Jiang Shicai is still a boy when he learns that it was his father who facilitated the Xianbei Mongols’ invasion of China. Honour-bound to his father, he makes it his life-goal to redeem the family name. He knows perpetual war will only oppress the Han people further, so he joins the Xianbei army to aid in peace-keeping efforts. Overtime he becomes a highly-respected officer and some years later is asked to host Dugu Xuechi, a Military Inspector sent from the royal court. Xuechi is a shallow, lecherous degenerate who spends more time in brothels than on the battlefield. He flaunts himself and his military prowess with little regard for his own safety, but there is something about this reckless abandon which haunts Shicai. As his closest allies are lured by Xuechi’s charm, Shicai finds himself on the opposite side to old friends.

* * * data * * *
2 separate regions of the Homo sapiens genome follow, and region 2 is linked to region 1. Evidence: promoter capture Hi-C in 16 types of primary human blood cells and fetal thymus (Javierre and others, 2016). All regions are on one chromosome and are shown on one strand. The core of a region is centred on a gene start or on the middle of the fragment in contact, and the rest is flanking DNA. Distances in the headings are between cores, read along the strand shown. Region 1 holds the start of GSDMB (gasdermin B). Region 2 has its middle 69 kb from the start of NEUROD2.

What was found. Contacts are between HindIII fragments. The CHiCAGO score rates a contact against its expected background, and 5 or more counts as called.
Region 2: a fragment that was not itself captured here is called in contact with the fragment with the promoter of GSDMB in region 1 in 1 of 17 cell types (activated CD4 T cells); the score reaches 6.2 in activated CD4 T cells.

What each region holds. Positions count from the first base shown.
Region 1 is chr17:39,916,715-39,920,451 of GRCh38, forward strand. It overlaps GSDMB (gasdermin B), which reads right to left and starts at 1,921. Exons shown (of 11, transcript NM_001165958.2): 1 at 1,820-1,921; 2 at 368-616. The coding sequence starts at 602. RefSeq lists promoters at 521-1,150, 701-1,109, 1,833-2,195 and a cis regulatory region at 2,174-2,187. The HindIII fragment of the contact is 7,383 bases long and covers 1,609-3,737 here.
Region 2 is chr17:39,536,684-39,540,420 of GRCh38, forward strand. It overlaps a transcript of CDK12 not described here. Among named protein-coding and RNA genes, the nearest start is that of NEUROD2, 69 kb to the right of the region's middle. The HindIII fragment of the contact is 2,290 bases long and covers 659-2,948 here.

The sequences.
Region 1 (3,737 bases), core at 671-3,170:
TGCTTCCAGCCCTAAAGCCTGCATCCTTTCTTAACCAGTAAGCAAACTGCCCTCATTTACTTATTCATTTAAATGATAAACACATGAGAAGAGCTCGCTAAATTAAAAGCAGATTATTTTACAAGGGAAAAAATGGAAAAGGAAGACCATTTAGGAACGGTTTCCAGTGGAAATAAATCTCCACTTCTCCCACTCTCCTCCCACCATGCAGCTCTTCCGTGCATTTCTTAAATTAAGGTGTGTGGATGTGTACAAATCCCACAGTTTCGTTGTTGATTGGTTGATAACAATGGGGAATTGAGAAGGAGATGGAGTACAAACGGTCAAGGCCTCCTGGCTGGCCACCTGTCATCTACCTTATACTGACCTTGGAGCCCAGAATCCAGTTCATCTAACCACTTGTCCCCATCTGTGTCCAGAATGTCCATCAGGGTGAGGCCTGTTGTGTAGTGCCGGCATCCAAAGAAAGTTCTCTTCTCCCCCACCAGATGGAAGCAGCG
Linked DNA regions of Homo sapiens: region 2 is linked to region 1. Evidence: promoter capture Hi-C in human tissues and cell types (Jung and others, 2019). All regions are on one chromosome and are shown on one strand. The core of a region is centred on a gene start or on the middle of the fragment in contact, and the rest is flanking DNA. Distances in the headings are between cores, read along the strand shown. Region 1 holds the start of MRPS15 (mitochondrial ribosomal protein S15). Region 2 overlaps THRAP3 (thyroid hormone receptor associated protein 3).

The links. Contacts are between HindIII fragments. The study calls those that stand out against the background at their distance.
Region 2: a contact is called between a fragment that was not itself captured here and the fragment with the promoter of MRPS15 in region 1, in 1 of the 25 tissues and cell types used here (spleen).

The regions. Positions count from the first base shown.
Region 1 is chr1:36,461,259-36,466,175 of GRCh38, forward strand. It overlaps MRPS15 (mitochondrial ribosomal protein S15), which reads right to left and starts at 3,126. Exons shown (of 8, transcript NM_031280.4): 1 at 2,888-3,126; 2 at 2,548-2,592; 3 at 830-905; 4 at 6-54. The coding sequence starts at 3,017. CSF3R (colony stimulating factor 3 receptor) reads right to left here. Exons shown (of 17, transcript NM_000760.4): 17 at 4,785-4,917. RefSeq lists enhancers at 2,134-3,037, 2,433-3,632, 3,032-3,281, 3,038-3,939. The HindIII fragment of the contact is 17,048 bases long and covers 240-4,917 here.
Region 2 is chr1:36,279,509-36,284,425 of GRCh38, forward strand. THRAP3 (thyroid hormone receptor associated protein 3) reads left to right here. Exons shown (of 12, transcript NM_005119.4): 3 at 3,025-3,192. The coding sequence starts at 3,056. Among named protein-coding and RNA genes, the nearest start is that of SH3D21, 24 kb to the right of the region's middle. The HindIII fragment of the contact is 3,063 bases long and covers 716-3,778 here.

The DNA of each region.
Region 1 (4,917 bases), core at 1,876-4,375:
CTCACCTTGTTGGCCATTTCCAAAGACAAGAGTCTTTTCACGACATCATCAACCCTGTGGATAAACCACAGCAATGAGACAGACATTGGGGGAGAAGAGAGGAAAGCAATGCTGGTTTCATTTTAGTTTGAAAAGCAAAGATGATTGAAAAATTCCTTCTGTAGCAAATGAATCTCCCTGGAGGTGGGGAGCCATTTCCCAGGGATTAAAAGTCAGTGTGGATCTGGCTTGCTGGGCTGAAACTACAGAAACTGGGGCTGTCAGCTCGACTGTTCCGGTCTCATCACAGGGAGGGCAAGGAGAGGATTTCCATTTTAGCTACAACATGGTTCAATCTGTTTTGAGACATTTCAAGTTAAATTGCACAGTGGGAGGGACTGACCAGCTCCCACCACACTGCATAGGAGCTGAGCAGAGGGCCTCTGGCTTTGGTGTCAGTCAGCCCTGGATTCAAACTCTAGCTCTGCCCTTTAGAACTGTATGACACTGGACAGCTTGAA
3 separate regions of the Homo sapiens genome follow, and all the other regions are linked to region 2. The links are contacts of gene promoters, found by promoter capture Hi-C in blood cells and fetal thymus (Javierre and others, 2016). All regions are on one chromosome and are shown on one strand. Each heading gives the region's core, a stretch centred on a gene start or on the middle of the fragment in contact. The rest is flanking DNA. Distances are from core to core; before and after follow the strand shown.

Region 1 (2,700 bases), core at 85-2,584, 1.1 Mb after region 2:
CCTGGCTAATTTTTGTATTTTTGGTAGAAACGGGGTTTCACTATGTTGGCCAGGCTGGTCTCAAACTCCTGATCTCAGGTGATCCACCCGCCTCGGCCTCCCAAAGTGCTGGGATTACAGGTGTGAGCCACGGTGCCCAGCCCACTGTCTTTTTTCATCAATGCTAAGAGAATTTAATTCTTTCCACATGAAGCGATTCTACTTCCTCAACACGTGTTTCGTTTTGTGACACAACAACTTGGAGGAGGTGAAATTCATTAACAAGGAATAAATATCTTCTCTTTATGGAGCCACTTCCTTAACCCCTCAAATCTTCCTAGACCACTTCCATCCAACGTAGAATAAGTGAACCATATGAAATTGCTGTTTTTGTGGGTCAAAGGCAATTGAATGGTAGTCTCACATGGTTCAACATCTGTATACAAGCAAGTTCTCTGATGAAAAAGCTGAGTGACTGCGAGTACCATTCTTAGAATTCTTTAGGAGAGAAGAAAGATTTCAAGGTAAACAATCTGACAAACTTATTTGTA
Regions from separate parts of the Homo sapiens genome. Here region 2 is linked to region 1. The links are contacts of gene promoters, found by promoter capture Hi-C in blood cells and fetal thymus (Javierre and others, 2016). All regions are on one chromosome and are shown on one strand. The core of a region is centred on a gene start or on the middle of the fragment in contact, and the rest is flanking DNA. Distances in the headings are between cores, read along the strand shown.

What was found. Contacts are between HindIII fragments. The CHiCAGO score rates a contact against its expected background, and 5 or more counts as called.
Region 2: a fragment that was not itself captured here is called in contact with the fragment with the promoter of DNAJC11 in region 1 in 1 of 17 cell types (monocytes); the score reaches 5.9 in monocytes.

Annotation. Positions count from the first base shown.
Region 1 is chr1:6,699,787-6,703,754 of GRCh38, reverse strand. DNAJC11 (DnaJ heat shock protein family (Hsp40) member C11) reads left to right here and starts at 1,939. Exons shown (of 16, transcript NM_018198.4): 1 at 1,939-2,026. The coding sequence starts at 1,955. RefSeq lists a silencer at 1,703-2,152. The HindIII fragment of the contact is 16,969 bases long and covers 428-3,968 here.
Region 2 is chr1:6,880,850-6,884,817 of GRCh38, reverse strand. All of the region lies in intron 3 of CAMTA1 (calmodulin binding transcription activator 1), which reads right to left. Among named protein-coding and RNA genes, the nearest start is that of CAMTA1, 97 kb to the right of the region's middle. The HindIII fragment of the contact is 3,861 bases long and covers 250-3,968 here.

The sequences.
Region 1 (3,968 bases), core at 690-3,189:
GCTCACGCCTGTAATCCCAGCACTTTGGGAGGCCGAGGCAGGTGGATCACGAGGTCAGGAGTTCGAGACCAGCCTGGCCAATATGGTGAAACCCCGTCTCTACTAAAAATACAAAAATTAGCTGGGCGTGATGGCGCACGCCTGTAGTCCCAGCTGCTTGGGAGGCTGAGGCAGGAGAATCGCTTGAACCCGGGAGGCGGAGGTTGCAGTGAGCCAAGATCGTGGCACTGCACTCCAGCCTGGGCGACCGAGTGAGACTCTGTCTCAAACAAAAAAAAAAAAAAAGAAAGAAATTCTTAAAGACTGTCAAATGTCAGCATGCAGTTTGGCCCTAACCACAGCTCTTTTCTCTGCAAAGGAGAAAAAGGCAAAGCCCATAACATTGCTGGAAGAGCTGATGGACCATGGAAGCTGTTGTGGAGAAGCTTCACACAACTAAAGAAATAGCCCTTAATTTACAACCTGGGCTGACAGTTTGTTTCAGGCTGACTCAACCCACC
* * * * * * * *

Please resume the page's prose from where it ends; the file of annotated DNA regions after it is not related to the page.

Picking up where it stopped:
Based loosely on events in China between the 3rd and 6th centuries, this alternate history has a large glossary of Chinese terms, and character names which have intriguing meanings. However, within the first few pages I was put off by the peculiar prose – unimaginative dialogue, grammatical errors, strange phraseology (‘a cup of tea’s worth of awkward silence’), and bewildering word repetition (‘beauty’ and ‘beautiful’ to name but two). I could find no empathy for the flat characters, from emperor to lowly servant, and believe they deserved everything the Fates doled out. The story is gay-themed romance, but better described, by the author, as ‘angst/drama’ as there is no romance here, and ‘no’ never means ‘no’. Readers should be aware there are scenes of graphic, non-consensual and sometimes brutal sex/rape/torture. The plot is very complex and, thankfully, not predictable (its one redeeming feature), but the writing style did not work for me.